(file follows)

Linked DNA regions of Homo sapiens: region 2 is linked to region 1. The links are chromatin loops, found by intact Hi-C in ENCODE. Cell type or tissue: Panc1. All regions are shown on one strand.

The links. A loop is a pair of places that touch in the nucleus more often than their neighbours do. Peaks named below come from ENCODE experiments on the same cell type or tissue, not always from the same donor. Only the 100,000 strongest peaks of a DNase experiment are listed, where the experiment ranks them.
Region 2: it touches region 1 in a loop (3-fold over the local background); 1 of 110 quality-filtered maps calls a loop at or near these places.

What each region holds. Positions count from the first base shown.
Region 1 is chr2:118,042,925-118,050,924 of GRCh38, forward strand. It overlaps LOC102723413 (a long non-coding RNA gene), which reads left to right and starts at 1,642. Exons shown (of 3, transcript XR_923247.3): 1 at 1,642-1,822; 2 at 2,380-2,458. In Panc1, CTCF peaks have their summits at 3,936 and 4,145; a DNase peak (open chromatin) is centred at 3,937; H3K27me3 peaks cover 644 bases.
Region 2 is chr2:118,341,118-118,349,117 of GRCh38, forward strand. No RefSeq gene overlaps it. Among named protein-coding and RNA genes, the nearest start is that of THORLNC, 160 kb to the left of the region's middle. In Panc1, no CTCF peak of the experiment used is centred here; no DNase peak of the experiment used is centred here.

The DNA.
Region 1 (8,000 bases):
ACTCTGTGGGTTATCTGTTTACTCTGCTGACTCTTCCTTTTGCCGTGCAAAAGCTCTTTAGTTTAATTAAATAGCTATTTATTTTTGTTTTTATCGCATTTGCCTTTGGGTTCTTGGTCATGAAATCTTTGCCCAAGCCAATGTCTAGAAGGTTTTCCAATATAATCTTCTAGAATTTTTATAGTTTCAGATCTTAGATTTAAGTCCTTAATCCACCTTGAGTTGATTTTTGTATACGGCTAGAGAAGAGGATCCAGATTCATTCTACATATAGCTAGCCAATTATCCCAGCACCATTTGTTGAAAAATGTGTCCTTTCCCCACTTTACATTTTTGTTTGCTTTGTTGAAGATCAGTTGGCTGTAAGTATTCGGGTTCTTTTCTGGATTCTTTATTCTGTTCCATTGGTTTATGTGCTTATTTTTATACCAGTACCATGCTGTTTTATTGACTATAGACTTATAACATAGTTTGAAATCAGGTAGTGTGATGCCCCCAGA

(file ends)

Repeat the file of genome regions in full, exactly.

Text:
Linked DNA regions of Homo sapiens: region 2 is linked to region 1. The links are chromatin loops, found by intact Hi-C in ENCODE. Cell type or tissue: Panc1. All regions are shown on one strand.

The links. A loop is a pair of places that touch in the nucleus more often than their neighbours do. Peaks named below come from ENCODE experiments on the same cell type or tissue, not always from the same donor. Only the 100,000 strongest peaks of a DNase experiment are listed, where the experiment ranks them.
Region 2: it touches region 1 in a loop (3-fold over the local background); 1 of 110 quality-filtered maps calls a loop at or near these places.

What each region holds. Positions count from the first base shown.
Region 1 is chr2:118,042,925-118,050,924 of GRCh38, forward strand. It overlaps LOC102723413 (a long non-coding RNA gene), which reads left to right and starts at 1,642. Exons shown (of 3, transcript XR_923247.3): 1 at 1,642-1,822; 2 at 2,380-2,458. In Panc1, CTCF peaks have their summits at 3,936 and 4,145; a DNase peak (open chromatin) is centred at 3,937; H3K27me3 peaks cover 644 bases.
Region 2 is chr2:118,341,118-118,349,117 of GRCh38, forward strand. No RefSeq gene overlaps it. Among named protein-coding and RNA genes, the nearest start is that of THORLNC, 160 kb to the left of the region's middle. In Panc1, no CTCF peak of the experiment used is centred here; no DNase peak of the experiment used is centred here.

The DNA.
Region 1 (8,000 bases):
ACTCTGTGGGTTATCTGTTTACTCTGCTGACTCTTCCTTTTGCCGTGCAAAAGCTCTTTAGTTTAATTAAATAGCTATTTATTTTTGTTTTTATCGCATTTGCCTTTGGGTTCTTGGTCATGAAATCTTTGCCCAAGCCAATGTCTAGAAGGTTTTCCAATATAATCTTCTAGAATTTTTATAGTTTCAGATCTTAGATTTAAGTCCTTAATCCACCTTGAGTTGATTTTTGTATACGGCTAGAGAAGAGGATCCAGATTCATTCTACATATAGCTAGCCAATTATCCCAGCACCATTTGTTGAAAAATGTGTCCTTTCCCCACTTTACATTTTTGTTTGCTTTGTTGAAGATCAGTTGGCTGTAAGTATTCGGGTTCTTTTCTGGATTCTTTATTCTGTTCCATTGGTTTATGTGCTTATTTTTATACCAGTACCATGCTGTTTTATTGACTATAGACTTATAACATAGTTTGAAATCAGGTAGTGTGATGCCCCCAGA